Friday, April 3, 2015

IRAN NUKES DEAL: What Are They Trying to Tell Us?

April 3, 2015: Iran Nuclear Deal Reached
The headlines today are about the deal that has been reached with Iran on their nuclear program.

Pundits will wear themselves out for days and weeks talking about what this means for Iran, and "how close the world came to a nuclear Iran."

But years from now, people will talk about this for what it really was: an intervention by Iran (and the rest of the world) to try to wake the US up to its own responsibility to eliminate its own nuclear arsenal.

Simply stated: Iran has carried the negotiations about this agreement under the Treaty on the Nonproliferation of Nuclear Weapons (NPT) right up to the threshold of the every-five-year global review of the NPT, or "RevCon," which will take place for a month beginning at the end of April at the United Nations. The Iran deal is a detail. The US deal is the main event.

Nuclear disarmament is on the agenda everywhere in 2015
That's because the US (and the other nuclear "haves") has an ironclad obligation under the NPT to get rid of their own nuclear weapons. (The relevant section is Article VI.) Really, the only question is what it will take to compel them to comply. (And that's no small question.)

So what is Iran trying to tell us? Through this negotiation process, Iran has forced our entire society to say it over and over again: the NPT matters ... getting rid of nuclear weapons matters ....

Iran could have made a deal a long time ago. The stakes for them in having or not having nuclear capabilities are trivial - relative to their larger purpose.

What they have accomplished is putting the issue of nuclear disarmament -- by everybody -- front and center in the public discourse at the most important possible moment.

What happens next? It will be practically impossible for the US to waltz into the NPT RevCon without being prepared to talk about its own obligations under the NPT.

But bringing US nuclear disarmament to fruition will require the pressure from all of us . . . .


April 2015: Join all the Peace and Planet
nuclear disarmament activities.

Every Tuesday: spread the word about
the need for nuclear disarmament with
#NoNukesTuesday on social media.

Non-stop: find your member of Congress
and tell them you want nuclear disarmament NOW!

Related posts

That a bunch of GOP senators are agitated about nuclear weapons is a good thing. Now we just need to re-direct their energy to where the real problem is.

(See EXTRA! U.S. Congress Notices Problem with Nuclear Weapons! )

It may be counterintuitive, but House Majority Leader John Boehner has actually done a good thing by inviting Israel's Prime Minister Benjamin Netanyahu to address Congress.

(See Bibi and Boehner's Gift to the Nuclear Disarmament Movement )


There are three centers of power that will impact nuclear disarmament: the President, the Congress, and the people. One of them will have to make nuclear disarmament happen.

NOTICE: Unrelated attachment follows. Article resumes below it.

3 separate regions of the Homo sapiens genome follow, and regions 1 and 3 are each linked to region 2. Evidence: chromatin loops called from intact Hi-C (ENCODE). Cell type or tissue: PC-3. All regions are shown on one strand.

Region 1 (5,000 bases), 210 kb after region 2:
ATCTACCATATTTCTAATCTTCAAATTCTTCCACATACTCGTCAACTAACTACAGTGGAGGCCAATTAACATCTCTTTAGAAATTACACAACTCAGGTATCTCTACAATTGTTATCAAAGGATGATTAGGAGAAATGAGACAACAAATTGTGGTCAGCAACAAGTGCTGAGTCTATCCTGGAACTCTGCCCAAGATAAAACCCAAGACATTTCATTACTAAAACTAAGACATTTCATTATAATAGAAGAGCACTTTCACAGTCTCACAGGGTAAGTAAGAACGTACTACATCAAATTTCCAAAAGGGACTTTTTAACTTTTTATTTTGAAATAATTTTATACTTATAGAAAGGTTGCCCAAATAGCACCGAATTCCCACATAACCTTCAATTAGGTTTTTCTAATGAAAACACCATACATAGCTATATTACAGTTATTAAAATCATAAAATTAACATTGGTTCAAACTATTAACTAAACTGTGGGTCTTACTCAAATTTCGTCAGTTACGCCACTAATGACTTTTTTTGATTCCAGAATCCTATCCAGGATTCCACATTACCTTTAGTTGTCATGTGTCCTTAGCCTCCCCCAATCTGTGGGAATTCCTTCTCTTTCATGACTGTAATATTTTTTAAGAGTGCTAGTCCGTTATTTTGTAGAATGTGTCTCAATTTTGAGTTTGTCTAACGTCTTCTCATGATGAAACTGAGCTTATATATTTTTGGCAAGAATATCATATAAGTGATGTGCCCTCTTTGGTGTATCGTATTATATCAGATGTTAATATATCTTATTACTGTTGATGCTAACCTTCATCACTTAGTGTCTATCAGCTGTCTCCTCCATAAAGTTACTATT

(See Countdown to U.S. Nuclear Disarmament (With or Without the Politicians) )

In light of the upcoming review of the NPT (Treaty on the Non-Proliferation of Nuclear Weapons) and the fact that organizations throughout the country and worldwide are organizing to press the U.S. to substantially reduce its stores of nuclear weapons, it seems like a good time to use social media to get EVERYONE on board!

(See 5 Ways YOU Can Make a Difference on #NoNukesTuesday )

Far too many people think that the NPT is about freezing the status quo, and preventing additional states from obtaining nuclear weapons. This is a fundamental misunderstanding. The NPT is based on a quid pro quo: nuclear "have-nots" agree to not acquire nuclear weapons, and nuclear "haves" agree to disarm.

(See A DEAL'S A DEAL! (What part of "nuclear disarmament" doesn't the US understand?) )

 How do you formulate a statement that can somehow convince the United States to eliminate its threatening nuclear weapons?  How do you formulate the 10th request? Or the 100th? Knowing all the time that the United States is in the position -- will always be in the position -- to say, "No" ?  At what point does it dawn on you that the United States will never give up its nuclear weapons, because it has the power and the rest of the world doesn't?

U.S. Ambassador to the Conference on Disarmament and Special Representative for Biological and Toxin Weapons (BWC) Convention Issues says "The P-5 have a responsibility to do more [with respect to theP-5's Article VI obligations]"

(See IT'S A START: U.S. Ambassador: "The P-5 have a responsibility to do more" )

As the Obama administration prepares in the days ahead to pivot from its focus on Syria to something truly startling -- talking to Iran! -- it is important that the American public devotes some time and energy to learning and thinking about Iran, the history of the U.S.-Iran relationship, and what the U.S.-Iran relationship means in the larger context of the effort to reduce the risk of war and violence in the world.

(See IRAN: 3 Reality Checks on the Emerging U.S. Narrative)

There will be no shortage of members of Congress who see this as an opportunity to puff out their chests and wave their arms and insist on continued conflict. It will be the work of the people to insist that the path of peace be followed through.

(See Talk With Somebody About Iran Today. (Maybe a Member of Congress?))